Melania Trump, wife of presidential candidate Donald Trump, performed her most important role in the US election to date when she took centre stage on the first day of the Republican National Convention. She praised her husband as a ‘compassionate’ man and one who would ‘fight for the country’, and since then Trump has officially secured the republican presidential nomination. Her speech, however, was not all success, as she has faced widespread allegations of plagiarism due to the similarities of her words with those of Michelle Obama’s 2008 convention speech.
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In the speech, Mrs Trump said, “My parents impressed on me the values that you work hard for what you want in life; that your word is your bond and you do what you say and keep your promise; that you treat people with respect.” These words bear an obvious resemblance to Michelle Obama’s in 2008, when she said: “And Barack and I were raised with so many of the same values: that you work hard for what you want in life; that your word is your bond and you do what you say you’re going to do; that you treat people with dignity and respect, even if you don’t know them, and even if you don’t agree with them.”
For Trumps team of speechwriters it’s an embarrassing moment, but one that is not unheard of in politics. US vice president, Senator Joe Biden, was accused of plagiarising former UK Labour leader Neil Kinnock in a 1987 speech, which is believed to have played a major role in ending his attempt to run for the presidency himself, though twenty years later he became Barrack Obama’s successful running mate. In Germany, politician Annette Schavan was forced to resign as education minister in 2013 after she was stripped of her doctorate by the University of Dusseldorf, who upheld accusations that she had copied parts of her thesis.
It is here, in education, that plagiarism is perhaps best known. Plagiarism is not merely ‘copying’, but committing literary theft; taking an original idea from an existing source and passing it off as your own. It is a more serious matter than many people realise, and one that is seen as a serious offence by colleges and universities.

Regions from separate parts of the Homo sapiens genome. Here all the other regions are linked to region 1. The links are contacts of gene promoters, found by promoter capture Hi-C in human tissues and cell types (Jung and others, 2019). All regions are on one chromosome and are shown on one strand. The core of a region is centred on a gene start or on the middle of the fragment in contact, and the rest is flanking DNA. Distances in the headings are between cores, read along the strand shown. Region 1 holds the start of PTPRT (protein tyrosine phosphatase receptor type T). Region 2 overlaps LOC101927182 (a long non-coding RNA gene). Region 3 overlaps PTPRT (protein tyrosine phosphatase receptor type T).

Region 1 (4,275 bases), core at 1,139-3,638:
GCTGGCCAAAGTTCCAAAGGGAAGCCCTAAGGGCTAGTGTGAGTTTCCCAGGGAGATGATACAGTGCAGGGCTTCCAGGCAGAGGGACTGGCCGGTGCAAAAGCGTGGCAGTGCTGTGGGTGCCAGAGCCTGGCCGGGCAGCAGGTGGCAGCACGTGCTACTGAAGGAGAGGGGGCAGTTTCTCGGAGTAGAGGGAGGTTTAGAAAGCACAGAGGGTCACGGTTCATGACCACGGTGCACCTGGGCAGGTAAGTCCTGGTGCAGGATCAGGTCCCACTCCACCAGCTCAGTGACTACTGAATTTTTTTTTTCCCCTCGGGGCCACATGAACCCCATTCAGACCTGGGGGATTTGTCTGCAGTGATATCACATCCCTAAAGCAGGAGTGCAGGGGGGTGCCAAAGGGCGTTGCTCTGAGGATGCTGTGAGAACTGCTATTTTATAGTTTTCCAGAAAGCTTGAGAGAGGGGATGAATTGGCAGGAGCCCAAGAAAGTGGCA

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Plagiarism rules don’t mean that we’re not allowed to use the words of other people, but rather than when we do, their name must be mentioned, quotation marks used, and the author included in the bibliography. Failing to include these references leaves you guilty of plagiarism, meaning that, as harsh as it might seem, failing to put a quotation in quotation marks is as much an offence as handing in someone else’s work, or completely copying their ideas.
When it comes to avoiding plagiarism in essays and coursework, it’s important to plan in advance. If you know what sources and information you are going to use, you can be sure to have a safe balance between ideas you have taken from exterior sources and those you have developed on your own. Planning will also leave time to take effective notes, ensuring you don’t get these ideas mixed up, and can accurately reference the texts you have used.
If you’re in doubt, cite sources. It’s better to show that you have engaged with lots of work that is already out there, and developed your original thoughts alongside them, than to pretend everything in the essay has come straight from your own head. Finally, don’t be afraid to ask; your Tutors will have the best advice available, and with plagiarism it’s always better to be safe than sorry. The Trump accusations haven’t stopped the Democratic party from officially nominating him as their presidential candidate, but an exam board would have looked at the whole situation very differently.